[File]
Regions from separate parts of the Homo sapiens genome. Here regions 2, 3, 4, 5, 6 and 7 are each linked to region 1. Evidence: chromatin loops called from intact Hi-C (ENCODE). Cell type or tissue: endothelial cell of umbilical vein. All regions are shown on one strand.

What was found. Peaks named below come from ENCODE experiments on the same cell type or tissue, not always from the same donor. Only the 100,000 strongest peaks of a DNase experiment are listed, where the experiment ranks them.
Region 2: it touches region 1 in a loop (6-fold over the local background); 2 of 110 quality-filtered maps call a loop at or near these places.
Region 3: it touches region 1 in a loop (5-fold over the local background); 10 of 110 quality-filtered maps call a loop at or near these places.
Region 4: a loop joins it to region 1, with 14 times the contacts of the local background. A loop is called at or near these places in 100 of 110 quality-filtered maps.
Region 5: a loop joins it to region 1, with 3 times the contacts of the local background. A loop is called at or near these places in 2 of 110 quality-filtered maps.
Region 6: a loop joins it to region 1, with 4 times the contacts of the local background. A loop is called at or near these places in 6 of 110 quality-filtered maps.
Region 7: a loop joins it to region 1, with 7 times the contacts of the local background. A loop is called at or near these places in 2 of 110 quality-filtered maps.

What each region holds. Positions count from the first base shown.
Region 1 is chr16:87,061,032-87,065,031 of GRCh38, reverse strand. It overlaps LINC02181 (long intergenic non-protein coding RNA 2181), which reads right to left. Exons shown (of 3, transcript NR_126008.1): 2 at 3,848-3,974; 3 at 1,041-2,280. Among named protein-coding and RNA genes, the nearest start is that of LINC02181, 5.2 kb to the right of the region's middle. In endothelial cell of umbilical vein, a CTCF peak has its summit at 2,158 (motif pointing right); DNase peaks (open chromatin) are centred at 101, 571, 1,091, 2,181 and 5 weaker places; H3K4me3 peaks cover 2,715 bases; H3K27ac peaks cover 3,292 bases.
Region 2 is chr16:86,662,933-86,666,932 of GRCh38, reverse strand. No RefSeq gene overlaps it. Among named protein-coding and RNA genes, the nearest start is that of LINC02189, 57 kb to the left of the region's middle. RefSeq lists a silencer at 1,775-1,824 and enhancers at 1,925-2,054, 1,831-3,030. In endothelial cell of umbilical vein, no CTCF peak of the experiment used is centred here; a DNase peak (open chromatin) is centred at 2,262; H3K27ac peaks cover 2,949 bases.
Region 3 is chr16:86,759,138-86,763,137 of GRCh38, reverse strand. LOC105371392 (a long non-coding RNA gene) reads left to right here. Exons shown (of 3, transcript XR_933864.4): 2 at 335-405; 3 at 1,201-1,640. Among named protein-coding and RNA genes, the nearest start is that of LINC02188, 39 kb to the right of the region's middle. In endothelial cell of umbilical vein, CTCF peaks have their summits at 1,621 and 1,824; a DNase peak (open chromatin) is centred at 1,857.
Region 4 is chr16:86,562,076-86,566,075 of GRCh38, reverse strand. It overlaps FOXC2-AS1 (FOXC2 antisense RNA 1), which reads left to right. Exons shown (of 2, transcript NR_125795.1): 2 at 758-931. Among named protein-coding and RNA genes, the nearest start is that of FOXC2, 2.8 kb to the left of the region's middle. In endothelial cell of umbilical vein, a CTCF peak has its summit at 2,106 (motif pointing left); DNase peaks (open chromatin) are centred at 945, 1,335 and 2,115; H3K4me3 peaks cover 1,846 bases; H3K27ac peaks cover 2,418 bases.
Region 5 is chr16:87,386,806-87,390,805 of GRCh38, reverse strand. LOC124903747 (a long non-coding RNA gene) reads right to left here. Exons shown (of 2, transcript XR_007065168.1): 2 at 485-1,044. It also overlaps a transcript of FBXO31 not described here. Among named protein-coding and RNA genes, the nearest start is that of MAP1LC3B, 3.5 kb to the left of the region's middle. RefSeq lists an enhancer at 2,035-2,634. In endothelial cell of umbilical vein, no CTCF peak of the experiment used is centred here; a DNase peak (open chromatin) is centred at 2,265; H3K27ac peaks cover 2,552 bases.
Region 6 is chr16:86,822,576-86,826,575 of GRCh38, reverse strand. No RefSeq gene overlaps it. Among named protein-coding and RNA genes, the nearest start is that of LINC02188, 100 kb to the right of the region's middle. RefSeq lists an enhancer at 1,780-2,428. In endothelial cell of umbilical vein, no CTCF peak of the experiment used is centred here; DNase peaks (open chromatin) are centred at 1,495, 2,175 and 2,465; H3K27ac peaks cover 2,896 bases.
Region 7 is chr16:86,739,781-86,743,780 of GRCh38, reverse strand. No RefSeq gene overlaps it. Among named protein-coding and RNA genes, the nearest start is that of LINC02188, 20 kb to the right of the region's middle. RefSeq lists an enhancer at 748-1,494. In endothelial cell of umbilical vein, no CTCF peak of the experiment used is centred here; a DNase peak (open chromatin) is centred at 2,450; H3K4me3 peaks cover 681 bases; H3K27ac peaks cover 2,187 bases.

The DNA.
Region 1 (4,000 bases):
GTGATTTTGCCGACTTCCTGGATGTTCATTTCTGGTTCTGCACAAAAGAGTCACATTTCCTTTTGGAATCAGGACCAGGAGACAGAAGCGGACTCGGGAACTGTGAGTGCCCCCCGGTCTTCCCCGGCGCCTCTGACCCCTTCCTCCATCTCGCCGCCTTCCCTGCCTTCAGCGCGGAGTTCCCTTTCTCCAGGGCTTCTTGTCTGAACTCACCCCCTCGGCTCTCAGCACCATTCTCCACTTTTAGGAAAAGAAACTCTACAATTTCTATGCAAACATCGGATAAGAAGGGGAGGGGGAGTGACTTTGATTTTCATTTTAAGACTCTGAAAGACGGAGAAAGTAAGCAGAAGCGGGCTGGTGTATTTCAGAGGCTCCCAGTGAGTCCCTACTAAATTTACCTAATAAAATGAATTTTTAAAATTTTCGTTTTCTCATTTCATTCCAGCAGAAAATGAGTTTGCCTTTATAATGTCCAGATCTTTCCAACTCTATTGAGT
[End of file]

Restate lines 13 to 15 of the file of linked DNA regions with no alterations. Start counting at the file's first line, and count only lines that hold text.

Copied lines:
Region 4 is chr16:86,562,076-86,566,075 of GRCh38, reverse strand. It overlaps FOXC2-AS1 (FOXC2 antisense RNA 1), which reads left to right. Exons shown (of 2, transcript NR_125795.1): 2 at 758-931. Among named protein-coding and RNA genes, the nearest start is that of FOXC2, 2.8 kb to the left of the region's middle. In endothelial cell of umbilical vein, a CTCF peak has its summit at 2,106 (motif pointing left); DNase peaks (open chromatin) are centred at 945, 1,335 and 2,115; H3K4me3 peaks cover 1,846 bases; H3K27ac peaks cover 2,418 bases.
Region 5 is chr16:87,386,806-87,390,805 of GRCh38, reverse strand. LOC124903747 (a long non-coding RNA gene) reads right to left here. Exons shown (of 2, transcript XR_007065168.1): 2 at 485-1,044. It also overlaps a transcript of FBXO31 not described here. Among named protein-coding and RNA genes, the nearest start is that of MAP1LC3B, 3.5 kb to the left of the region's middle. RefSeq lists an enhancer at 2,035-2,634. In endothelial cell of umbilical vein, no CTCF peak of the experiment used is centred here; a DNase peak (open chromatin) is centred at 2,265; H3K27ac peaks cover 2,552 bases.
Region 6 is chr16:86,822,576-86,826,575 of GRCh38, reverse strand. No RefSeq gene overlaps it. Among named protein-coding and RNA genes, the nearest start is that of LINC02188, 100 kb to the right of the region's middle. RefSeq lists an enhancer at 1,780-2,428. In endothelial cell of umbilical vein, no CTCF peak of the experiment used is centred here; DNase peaks (open chromatin) are centred at 1,495, 2,175 and 2,465; H3K27ac peaks cover 2,896 bases.